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Thread: The Adversarial Relationship of the DRAM User and Producer Continues

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    Admin Daniel Nenni's Avatar
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    The Adversarial Relationship of the DRAM User and Producer Continues

    Over the full market cycle, each side presses its advantage as much as possible.

    Historically, the DRAM market has been the most volatile of the major IC product segments. Figure 1 reinforces that statement by showing that the average selling price (ASP) for DRAM has more than doubled in just one year.

    In fact, the September Update to The McClean Report will discuss IC Insights’ forecast that the 2017 price per bit of DRAM will register a greater than 40% jump, its largest annual increase ever!

    Just one year ago, DRAM buyers took full advantage of the oversupply (excess capacity) portion of the cycle and negotiated the lowest price possible with the DRAM manufacturers, regardless of whether the DRAM suppliers lost money on the deal. Now, with tight capacity in the market, DRAM suppliers are getting their “payback” and charging whatever the market will bear, regardless of whether the price increases hurt the users’ electronic system sales or causes it to lose money.



    Figure 1

    The three remaining major DRAM suppliers—Samsung, SK Hynix, and Micron—are each currently enjoying record profits from their memory sales. For example, Micron reported net income of $1.65 billion on $5.57 billion in sales—a 30% profit margin—in its fiscal 3Q17 (ending in May 2017). In contrast, the company lost $170 million in its fiscal 4Q16 (ending August 2016). A similar turnaround has occurred at SK Hynix. In 2Q17, SK Hynix had a net profit of $2.19 billion on sales of $5.94 billion—a 37% profit margin. In contrast, SK Hynix had a net profit of only $246 million on $3.39 billion in sales one year ago in 2Q16.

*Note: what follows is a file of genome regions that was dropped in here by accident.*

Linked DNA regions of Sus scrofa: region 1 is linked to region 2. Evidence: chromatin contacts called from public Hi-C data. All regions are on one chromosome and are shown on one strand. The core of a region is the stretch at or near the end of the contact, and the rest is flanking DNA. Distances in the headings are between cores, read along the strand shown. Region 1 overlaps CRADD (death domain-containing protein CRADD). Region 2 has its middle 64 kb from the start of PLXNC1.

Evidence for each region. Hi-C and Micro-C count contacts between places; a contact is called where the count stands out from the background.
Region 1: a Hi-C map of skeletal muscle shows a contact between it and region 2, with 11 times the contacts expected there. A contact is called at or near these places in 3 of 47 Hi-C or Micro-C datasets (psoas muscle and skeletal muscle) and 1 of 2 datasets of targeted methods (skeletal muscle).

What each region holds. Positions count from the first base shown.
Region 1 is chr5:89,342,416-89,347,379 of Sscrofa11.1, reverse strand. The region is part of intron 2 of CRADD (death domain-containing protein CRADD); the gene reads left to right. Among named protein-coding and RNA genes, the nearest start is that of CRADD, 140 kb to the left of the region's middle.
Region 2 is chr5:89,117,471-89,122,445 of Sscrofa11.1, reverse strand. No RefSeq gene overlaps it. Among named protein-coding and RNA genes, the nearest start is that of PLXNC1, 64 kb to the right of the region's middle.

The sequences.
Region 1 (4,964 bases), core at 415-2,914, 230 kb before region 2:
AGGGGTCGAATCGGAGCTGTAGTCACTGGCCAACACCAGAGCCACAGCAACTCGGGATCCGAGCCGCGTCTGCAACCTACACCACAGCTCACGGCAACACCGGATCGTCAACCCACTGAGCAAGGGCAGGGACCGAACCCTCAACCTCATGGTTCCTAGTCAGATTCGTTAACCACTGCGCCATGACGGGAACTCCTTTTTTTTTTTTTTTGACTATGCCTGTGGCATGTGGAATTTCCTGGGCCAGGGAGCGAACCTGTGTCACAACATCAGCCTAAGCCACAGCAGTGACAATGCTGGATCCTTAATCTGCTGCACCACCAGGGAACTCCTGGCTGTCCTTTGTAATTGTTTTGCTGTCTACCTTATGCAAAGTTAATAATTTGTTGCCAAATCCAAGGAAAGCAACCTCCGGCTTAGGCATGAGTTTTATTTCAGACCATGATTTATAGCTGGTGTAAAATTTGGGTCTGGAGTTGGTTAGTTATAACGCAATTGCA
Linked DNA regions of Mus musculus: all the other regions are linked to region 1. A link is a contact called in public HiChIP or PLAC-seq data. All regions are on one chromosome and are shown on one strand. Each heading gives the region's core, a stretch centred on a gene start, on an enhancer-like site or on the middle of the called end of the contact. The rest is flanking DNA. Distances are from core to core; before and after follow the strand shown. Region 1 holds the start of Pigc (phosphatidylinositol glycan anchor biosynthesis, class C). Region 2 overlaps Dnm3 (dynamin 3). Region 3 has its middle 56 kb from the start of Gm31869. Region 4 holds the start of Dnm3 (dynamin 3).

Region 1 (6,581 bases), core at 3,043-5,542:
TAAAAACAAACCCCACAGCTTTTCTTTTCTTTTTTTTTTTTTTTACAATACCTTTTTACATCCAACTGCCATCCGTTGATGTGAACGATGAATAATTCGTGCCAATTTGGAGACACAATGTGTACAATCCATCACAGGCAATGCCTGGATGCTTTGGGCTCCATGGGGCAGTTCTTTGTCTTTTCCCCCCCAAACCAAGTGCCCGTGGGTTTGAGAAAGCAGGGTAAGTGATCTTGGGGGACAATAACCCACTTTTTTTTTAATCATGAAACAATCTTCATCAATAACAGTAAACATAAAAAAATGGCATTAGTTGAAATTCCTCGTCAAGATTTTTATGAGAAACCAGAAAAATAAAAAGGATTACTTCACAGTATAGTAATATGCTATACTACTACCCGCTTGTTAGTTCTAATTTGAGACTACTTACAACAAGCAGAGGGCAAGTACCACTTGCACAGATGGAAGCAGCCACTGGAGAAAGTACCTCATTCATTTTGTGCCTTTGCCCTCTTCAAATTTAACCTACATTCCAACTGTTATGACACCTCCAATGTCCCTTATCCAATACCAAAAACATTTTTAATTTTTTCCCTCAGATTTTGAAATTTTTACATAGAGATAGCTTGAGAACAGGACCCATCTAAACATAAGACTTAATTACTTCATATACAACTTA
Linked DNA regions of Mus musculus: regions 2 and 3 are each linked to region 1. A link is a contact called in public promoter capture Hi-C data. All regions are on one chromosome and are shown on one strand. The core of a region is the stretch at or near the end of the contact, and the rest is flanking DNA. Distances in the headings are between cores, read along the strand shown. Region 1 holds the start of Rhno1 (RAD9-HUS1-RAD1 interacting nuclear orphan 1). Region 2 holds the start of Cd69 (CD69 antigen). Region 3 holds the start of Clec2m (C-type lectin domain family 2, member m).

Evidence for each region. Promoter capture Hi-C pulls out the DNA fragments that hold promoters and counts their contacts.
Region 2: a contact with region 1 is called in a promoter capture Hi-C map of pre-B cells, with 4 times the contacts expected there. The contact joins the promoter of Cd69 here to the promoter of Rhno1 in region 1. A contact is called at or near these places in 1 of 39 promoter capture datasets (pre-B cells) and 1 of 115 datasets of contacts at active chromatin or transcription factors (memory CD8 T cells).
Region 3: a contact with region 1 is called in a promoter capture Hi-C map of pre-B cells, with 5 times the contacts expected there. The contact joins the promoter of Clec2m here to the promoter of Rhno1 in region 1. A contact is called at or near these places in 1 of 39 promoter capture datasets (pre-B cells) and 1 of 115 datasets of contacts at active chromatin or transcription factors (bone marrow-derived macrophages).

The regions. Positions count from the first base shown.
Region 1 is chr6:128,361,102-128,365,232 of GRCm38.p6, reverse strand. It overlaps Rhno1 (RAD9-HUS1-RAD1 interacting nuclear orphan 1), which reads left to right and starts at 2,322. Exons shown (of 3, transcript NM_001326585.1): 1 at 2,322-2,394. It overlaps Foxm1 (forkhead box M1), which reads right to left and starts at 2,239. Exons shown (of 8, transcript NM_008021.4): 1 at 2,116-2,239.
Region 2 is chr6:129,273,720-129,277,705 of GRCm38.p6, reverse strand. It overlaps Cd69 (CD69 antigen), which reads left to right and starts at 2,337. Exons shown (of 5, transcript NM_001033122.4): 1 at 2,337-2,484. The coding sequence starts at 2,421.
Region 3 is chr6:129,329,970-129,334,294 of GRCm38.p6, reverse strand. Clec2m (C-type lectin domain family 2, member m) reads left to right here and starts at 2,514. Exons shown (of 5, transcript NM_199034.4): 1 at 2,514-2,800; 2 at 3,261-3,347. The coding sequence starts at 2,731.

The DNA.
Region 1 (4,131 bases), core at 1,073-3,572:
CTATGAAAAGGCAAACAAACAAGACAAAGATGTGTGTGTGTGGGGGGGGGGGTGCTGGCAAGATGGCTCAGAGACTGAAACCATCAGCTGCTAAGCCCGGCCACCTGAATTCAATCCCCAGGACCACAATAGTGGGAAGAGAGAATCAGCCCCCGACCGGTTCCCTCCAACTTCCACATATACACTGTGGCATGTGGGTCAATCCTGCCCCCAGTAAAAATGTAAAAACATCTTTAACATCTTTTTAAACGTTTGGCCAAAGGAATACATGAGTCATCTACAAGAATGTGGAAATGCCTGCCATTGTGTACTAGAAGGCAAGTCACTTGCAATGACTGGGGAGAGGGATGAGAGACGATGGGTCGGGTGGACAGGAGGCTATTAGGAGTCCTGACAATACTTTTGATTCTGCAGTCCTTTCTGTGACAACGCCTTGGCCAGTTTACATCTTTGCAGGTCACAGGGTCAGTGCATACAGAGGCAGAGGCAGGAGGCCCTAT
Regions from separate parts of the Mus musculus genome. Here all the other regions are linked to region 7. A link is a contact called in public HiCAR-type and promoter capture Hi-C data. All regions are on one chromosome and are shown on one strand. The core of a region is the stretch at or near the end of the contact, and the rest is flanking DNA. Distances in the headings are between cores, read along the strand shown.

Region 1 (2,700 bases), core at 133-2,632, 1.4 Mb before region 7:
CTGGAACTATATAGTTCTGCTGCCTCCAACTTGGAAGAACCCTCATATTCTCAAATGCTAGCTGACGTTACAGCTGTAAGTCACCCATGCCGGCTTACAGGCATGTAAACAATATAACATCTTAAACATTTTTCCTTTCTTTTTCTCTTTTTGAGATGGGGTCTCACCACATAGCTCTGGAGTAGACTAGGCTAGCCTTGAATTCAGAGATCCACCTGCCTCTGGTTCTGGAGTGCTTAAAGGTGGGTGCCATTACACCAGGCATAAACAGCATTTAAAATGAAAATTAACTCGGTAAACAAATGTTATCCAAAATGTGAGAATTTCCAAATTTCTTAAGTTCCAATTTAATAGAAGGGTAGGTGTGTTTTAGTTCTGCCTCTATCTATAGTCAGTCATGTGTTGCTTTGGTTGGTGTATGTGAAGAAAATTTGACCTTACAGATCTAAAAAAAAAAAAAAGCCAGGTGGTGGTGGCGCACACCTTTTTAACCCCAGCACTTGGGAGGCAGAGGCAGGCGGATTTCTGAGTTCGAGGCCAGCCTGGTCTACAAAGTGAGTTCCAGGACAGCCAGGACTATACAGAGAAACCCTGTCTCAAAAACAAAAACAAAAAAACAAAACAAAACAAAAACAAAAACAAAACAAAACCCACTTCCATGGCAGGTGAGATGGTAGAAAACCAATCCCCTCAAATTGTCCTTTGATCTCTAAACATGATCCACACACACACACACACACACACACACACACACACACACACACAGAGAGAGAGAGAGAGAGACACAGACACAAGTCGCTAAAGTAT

Previously, when DRAM capacity was tight and suppliers were enjoying record profits, one or more suppliers eventually would break rank and begin adding additional DRAM capacity to capture additional sales and marketshare. At that time, there were six, eight, or a dozen DRAM suppliers. If the supplier was equipping an existing fab shell, new capacity could be brought on-line relatively quickly (i.e., six months). A greenfield wafer fab—one constructed on a new site—took about two years to reach high-volume production. Will the same situation play out with only three DRAM suppliers left to serve the market?

    Recently, Micron stated that it does not intend to add DRAM wafer capacity in the foreseeable future. Instead, it will attempt to increase its DRAM output by reducing feature size that, in turn, reduces die size. Eventually, as the company moves down the learning curve, it will be able to ship an increasing number of good die per wafer. However, SK Hynix, in its 2Q17 financial analyst conference call, stated that it plans to begin adding DRAM wafer capacity since it is not able to meet increasing demand by technology advancements alone. Samsung has been less forthcoming in its plans for future DRAM production capacity.